Another benefit of data visualization, and perhaps a bit technical, is that it can help to identify outliers and anomalies in data. By visualizing data in a graph or chart, it is often easy to spot data points that are outside the norm. This method of spotting outliers can be particularly useful for detecting fraud, errors, or other issues in data.
So we’ve talked about the what and why, now let’s talk about the how and when. There are many different types of graphs and visualizations, and choosing the right one depends on the type of data you have and the insights you want to communicate. Here are some of the most common types of graphs that you can use regardless of the tool and when to use them:
Bar charts - Bar charts are used to compare values across categories. They are particularly useful for showing changes over time or comparing data across different groups. For example, you want to see if Category A performed better than Categories B, C, and D.
Line charts - Line charts are used to show trends over time. They are particularly useful for visualizing changes in data over time. For example, you want to see the increase in inflation overtime.
Scatter plots - Scatter plots are used to show the relationship between two variables. They are particularly useful for identifying correlations and trends in data. For example, you want to see if there is a positive relationship between hours of sleep and math test scores.
Heat maps - Heat maps are used to show the density of data in a particular area. They are particularly useful for visualizing data that is related to geography or population. For example, you want to determine which location had the most covid cases.
Even though I gave a list of graphs, it doesn’t mean you can just go and use them. There are some tips that you should take into mind when deciding on how to present your data. Now while data visualization can be a powerful tool for communicating complex information, it’s also important to use it effectively. Here are some tips for creating effective data visualizations:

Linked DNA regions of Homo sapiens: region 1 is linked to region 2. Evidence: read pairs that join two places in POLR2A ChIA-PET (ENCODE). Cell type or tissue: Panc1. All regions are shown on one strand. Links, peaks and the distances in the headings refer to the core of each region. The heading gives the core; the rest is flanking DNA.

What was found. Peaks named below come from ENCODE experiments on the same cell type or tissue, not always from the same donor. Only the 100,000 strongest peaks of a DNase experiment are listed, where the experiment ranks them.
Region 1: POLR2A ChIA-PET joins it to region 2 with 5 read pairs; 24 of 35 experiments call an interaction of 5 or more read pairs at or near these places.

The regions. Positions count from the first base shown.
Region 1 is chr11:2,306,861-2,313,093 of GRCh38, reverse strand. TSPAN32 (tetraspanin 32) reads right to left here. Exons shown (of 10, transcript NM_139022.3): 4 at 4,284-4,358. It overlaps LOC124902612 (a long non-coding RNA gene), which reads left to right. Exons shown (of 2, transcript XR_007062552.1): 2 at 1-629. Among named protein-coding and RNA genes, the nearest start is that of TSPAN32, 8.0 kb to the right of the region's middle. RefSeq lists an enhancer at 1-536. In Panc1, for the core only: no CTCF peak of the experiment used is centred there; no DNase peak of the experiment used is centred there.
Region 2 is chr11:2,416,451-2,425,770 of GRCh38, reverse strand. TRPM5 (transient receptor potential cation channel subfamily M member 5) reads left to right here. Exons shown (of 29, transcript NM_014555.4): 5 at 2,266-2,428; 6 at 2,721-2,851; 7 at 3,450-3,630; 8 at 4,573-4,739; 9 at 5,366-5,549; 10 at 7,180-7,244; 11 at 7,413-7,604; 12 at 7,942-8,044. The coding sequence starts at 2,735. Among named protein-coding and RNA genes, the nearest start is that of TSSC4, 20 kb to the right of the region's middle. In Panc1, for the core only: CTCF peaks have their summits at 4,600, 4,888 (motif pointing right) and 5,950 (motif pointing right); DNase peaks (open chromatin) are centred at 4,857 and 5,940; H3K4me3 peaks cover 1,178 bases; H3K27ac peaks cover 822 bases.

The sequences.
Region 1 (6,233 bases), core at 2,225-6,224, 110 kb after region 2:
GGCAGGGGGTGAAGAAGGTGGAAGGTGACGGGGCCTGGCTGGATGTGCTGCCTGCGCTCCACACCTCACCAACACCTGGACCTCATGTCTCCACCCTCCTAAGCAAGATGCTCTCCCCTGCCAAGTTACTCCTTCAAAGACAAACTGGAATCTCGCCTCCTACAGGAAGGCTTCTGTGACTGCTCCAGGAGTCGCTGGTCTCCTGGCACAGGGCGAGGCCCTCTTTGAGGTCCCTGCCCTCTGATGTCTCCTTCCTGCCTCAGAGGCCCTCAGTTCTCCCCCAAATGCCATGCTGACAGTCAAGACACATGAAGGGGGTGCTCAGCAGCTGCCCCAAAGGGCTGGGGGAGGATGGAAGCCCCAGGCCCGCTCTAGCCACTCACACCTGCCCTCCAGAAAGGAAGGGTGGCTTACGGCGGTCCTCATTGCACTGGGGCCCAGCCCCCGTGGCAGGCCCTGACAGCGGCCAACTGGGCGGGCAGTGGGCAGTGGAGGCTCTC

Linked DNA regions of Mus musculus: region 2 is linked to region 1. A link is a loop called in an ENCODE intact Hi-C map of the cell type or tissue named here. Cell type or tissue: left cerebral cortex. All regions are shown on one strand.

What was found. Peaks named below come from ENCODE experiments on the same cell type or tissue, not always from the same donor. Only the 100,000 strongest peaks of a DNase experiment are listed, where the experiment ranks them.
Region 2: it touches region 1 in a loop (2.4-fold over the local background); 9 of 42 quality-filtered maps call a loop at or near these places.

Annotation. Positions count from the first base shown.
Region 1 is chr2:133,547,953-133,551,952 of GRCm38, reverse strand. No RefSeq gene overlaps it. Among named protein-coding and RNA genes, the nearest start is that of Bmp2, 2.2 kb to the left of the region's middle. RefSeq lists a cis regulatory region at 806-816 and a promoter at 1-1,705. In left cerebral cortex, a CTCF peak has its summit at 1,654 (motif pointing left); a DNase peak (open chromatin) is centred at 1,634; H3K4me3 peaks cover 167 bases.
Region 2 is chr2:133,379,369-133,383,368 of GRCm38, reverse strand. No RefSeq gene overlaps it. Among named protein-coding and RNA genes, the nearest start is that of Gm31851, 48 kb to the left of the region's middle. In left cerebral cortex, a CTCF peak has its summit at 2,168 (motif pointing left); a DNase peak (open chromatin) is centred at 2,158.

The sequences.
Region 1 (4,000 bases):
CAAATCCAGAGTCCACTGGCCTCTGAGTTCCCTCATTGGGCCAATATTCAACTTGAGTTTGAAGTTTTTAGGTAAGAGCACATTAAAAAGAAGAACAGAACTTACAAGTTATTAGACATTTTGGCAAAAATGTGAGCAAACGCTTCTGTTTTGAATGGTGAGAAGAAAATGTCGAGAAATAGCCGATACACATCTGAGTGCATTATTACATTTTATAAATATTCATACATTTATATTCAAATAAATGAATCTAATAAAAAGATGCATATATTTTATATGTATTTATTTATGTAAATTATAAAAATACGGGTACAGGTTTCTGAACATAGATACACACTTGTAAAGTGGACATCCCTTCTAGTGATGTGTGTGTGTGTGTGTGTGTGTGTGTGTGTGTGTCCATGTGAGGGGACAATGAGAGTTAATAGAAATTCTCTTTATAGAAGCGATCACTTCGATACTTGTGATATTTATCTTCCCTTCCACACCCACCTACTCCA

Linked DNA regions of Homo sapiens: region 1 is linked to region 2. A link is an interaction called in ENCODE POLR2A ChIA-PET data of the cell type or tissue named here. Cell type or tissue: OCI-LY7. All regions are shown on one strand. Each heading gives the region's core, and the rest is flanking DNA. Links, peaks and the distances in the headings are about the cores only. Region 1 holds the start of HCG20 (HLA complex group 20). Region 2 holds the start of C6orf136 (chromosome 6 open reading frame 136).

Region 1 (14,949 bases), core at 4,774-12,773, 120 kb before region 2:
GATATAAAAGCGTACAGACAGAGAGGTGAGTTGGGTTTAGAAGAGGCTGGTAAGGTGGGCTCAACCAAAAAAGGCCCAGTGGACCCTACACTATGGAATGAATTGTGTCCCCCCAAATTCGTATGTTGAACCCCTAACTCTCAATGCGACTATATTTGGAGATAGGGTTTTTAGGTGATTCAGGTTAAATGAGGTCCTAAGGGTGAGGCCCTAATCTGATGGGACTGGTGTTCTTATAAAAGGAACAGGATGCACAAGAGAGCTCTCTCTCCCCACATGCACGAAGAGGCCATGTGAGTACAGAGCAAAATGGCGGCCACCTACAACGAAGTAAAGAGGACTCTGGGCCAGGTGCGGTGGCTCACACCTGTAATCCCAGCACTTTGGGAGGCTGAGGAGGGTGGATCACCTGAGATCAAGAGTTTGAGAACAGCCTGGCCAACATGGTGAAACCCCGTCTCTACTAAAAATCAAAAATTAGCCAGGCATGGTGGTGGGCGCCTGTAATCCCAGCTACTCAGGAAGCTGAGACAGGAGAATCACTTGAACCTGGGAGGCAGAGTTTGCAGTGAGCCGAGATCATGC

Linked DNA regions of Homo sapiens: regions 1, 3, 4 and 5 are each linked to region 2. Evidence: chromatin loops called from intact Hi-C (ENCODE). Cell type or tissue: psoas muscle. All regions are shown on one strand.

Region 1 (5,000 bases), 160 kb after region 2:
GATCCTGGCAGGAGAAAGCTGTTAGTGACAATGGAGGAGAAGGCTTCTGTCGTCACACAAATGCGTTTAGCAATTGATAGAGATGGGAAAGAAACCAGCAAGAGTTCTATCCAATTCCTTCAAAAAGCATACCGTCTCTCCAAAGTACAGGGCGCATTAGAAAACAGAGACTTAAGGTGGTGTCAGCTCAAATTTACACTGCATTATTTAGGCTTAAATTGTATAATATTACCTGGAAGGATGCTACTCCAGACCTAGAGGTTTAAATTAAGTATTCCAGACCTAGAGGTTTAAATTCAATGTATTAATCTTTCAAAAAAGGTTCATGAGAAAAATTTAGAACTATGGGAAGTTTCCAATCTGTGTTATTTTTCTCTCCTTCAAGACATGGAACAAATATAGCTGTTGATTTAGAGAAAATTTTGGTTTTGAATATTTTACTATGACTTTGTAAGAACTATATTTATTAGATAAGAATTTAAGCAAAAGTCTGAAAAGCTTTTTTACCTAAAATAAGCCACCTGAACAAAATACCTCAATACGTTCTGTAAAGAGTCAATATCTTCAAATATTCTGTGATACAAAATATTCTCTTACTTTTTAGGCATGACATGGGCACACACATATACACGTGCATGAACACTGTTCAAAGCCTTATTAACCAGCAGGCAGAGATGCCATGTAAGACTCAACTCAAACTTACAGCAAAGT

There’s a lot more to data visualization than just creating graphs. The deciding factor on whether a graph is effective or not, comes down to the way it is being communicated, which is what we call data storytelling. It’s the process of creating a narrative around data and using it to communicate insights and tell a story. It involves using data visualization to create a compelling and engaging story that helps to communicate complex information to different stakeholders.
Storytelling is an effective way to engage audiences not just in films, but also to support data-driven decision-making, and communicate insights in a way that is easy to understand. By using data visualization to create a narrative, we can create a more engaging and memorable experience that connects with our audience on an emotional level.
We first started by defining data visualization as something a bit technical in nature with its benefits and different types of graphs. However, the most important lesson that I wish to impart to you is that you view this art as a means of communication. A means to communicate a narrative by telling a story that is driven by data insights. By using different types of visualizations, we can create a narrative that takes the viewer on a journey of discovery—revealing insights and patterns in the data.